12 03 2015

How underrated is local/community theatre? As a writer, it is some of the easiest ways to get inspired. Watched six short plays written by creative writing student sand was thoroughly impressed. Bravo!

Laughing Wild and Baby with the Bathwater

25 01 2015

A week ago, I was supposed to go in for an audition for a festival of short plays. In preparation, I had to look for two contrasting monologues, and since I had never auditioned with monologues before (or auditioned much, really), I looked for suggestions. One was this monologue about a baked potato from Christopher Durang’s play called Laughing Wild. The only available copy at the library also included another play, Baby with the Bathwater. I ended up reading Laughing Wild, which was good and so bizarre but funny, and then read Baby with the Bathwater.

I love Baby with the Bathwater. It’s by far the most hilarious play I’ve read; it’s witty, completely insane and ridiculous, and so goddamn funny, I had to stifle my laughter when reading it on the bus and the train. I really do need to read more plays.

Also, I’m trying this new thing out where I’m going to read different genres now, after last year’s Aaron Book Awards, so I don’t end up reading a ton of memoirs or graphic novels, and one children’s book. Speaking of children’s books, Swallows and Amazons should be arriving at the library for me any day now…

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Which monologues to audition with?

8 01 2015

I have an upcoming audition for a festival of short plays produced by a university (one that I graduated from last year). I am to prepare a monologue or possibly two, depending on time. I’m super stoked, but the only thing is that I’ve never auditioned for a play before (I did audition for a short film a few years ago), and haven’t seen or read too many so I’m not sure how to go about choosing a good monologue. If I had to prepare one, I feel like I should prepare a dramatic monologue over a comedic one.

Any suggestions?

I keep it short

28 04 2014

Finding it difficult to write a full-length play. Even when I was in film school, I found it really hard to write and complete my feature screenplays. So much plotting and thinking involved. No, I’m much better as a short film filmmaker, or a short play playwright, or a short story writer. I can tell a story in a scene or two no problem, but a whole thing?



14 04 2014

So I thought I had to write about 25 pages for my play by tomorrow but I checked the main page of the website for the theatre company, just for fun, and apparently they’ve extended the deadline to April 30th. When I read that, I was hysterical for about a minute in front of my mom, who was seated at the kitchen table across from me. Quite the spectacle.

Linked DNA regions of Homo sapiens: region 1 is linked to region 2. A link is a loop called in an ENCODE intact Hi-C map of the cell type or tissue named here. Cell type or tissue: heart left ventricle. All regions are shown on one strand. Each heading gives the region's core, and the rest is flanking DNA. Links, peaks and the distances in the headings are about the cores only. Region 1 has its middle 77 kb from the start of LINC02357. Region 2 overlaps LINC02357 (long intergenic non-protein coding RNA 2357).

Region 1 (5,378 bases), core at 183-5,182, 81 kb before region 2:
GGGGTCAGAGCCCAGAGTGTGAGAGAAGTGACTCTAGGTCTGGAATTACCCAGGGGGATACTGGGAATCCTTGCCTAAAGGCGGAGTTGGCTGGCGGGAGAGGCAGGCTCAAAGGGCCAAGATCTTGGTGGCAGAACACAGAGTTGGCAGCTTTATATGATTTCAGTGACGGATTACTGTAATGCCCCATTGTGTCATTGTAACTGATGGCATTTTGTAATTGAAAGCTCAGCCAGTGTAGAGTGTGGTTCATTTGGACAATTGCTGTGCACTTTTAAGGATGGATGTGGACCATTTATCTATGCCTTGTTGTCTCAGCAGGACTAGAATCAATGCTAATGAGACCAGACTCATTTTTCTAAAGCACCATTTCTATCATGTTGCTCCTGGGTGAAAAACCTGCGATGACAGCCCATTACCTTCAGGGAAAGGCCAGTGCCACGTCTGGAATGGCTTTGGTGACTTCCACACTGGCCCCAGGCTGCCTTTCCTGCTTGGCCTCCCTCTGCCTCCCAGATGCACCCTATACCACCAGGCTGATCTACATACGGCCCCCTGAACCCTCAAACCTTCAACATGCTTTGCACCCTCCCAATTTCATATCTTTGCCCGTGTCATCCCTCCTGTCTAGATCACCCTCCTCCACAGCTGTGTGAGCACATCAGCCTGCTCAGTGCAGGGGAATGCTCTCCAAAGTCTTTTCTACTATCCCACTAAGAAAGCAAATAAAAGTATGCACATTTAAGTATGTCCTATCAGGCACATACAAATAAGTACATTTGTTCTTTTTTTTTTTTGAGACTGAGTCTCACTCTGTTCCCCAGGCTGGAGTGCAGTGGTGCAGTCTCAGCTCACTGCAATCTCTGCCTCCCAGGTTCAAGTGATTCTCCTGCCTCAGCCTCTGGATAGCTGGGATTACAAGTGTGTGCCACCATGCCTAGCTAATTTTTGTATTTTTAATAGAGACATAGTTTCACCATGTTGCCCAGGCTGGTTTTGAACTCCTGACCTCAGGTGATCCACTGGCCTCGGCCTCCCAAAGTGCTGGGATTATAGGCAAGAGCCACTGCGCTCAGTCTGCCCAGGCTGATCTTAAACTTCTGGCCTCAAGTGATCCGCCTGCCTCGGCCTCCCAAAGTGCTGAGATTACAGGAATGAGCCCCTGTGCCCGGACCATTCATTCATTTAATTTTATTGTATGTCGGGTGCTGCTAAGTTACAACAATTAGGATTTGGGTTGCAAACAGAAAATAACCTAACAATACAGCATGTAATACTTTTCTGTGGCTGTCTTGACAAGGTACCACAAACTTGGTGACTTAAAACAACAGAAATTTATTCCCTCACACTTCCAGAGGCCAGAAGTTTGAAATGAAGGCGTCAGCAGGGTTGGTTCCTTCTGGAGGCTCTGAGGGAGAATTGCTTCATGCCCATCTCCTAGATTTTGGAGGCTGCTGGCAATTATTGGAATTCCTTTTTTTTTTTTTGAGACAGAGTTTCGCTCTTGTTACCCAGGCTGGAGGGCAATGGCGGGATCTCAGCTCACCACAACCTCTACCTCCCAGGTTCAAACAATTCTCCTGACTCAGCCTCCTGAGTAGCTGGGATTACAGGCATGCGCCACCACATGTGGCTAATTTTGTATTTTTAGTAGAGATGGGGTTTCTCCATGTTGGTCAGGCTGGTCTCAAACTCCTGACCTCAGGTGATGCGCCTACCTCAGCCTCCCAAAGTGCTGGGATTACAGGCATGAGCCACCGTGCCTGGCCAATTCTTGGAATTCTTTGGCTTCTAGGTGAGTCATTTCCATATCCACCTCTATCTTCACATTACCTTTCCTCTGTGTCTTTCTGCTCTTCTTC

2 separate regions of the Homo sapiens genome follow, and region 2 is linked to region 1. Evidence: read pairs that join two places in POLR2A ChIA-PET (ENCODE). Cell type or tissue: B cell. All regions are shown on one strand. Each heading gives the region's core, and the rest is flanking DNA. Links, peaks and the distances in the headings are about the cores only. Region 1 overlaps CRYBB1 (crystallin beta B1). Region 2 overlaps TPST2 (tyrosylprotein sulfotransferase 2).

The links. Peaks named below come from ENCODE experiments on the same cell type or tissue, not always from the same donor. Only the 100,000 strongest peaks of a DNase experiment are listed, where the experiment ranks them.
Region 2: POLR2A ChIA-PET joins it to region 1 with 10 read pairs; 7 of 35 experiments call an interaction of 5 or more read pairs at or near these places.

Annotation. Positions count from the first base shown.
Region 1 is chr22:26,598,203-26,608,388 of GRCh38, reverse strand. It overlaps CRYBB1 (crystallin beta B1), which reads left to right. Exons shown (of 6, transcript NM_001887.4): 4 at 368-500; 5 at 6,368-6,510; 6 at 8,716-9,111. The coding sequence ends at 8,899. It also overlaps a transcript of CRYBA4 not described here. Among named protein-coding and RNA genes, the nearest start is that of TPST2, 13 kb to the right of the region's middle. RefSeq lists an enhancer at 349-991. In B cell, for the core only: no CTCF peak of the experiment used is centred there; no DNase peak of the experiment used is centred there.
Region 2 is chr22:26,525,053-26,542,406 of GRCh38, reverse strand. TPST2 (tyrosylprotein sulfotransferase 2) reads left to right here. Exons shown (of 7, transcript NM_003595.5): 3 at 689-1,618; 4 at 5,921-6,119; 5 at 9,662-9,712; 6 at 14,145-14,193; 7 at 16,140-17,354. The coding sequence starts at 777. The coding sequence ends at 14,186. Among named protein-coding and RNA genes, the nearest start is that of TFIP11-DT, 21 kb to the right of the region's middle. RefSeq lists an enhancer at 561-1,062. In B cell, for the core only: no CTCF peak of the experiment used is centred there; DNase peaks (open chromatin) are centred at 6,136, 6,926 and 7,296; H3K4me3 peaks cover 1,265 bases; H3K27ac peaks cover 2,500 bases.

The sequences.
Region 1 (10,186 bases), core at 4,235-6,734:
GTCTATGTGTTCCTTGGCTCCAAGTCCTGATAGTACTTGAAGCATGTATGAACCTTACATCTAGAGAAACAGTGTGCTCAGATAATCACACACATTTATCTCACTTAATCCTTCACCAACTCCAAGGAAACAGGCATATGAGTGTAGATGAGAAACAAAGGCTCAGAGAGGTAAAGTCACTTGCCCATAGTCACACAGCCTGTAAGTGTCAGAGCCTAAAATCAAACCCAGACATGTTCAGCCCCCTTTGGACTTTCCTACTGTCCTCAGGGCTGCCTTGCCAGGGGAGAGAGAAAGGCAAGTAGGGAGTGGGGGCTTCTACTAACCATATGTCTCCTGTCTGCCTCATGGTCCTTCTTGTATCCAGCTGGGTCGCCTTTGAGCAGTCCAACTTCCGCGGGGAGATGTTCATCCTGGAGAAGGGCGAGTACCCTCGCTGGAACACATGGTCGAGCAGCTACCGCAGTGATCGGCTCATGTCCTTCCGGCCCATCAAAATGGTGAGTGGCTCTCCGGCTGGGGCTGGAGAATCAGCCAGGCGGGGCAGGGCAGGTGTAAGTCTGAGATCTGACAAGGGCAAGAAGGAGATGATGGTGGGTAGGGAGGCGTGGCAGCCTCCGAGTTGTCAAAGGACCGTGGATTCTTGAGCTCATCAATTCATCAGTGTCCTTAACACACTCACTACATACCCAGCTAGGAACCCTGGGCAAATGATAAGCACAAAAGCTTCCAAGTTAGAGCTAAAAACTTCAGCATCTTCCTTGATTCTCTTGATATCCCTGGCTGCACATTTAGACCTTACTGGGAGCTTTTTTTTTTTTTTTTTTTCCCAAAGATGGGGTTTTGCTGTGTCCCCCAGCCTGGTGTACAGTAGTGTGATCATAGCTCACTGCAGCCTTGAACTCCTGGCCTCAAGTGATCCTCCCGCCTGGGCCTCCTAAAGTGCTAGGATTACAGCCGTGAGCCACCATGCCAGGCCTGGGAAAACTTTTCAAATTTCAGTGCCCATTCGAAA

On the bright side, I wrote a whole bunch of pages today. I think that was the most accomplishing thing I did all day. Besides finding out the actual deadline for the thing.

Slow going

13 04 2014

I have to finish writing the last three acts of a four-act play by Tuesday and it’s difficult. I think people have this idea that writers can just sit at a computer and words flow through their fingers on the keyboard, but it’s really not like that at all, at least for me. I have to be in the right mood, in the right setting — but I think most importantly, I have to know what the hell I’m writing about. One reason why this is going so slowly is because I wasn’t sure where the story was going. I knew important plot points but I didn’t necessarily now how these points were connected. Being self-aware about everything finally has its positives though: I realized I needed to map out what I was going to write so I made an outline/beat sheet, which helped. Now it’s just a matter of getting to it and finishing it before Tuesday… wish me luck.

End of Brave New Play Rites

30 03 2014

Well, it’s been fun. I caught my play twice, and I’ll be attending the second program tonight for the first time. When I signed up for the class and even when I was told that my play would be produced for the festival, I didn’t really know what that looked like. To me, my play was still words on a page, even when there was a director attached to the project and it was being workshopped. It was really only when I sat there on Wednesday night, after the second play was finished and they began laying down the walls for the house that I had written in my play, that I realized my play was now real. It was when the actors wandered on stage, embodying the words that I written months ago.

I’m just really happy that play was chosen, especially when, at the time, I really didn’t know if it would be or not, since I didn’t feel all that confident about my writing. But as I watched the actors say the lines I had written, as they walked on stage and then off, as the play ended unhappily, I felt confident. I felt like I belonged, that I had worked hard to get to this point, and that my writing was good. I think that’s something I’ve been trying to get over, and it’s been a slow process, but watching my play — and all the other ones in the festival too — has helped with that, for sure.

Now if you’ll excuse me, I have to dress fancy for the last show and getting drunk at the closing party tonight. Yeeeeaah!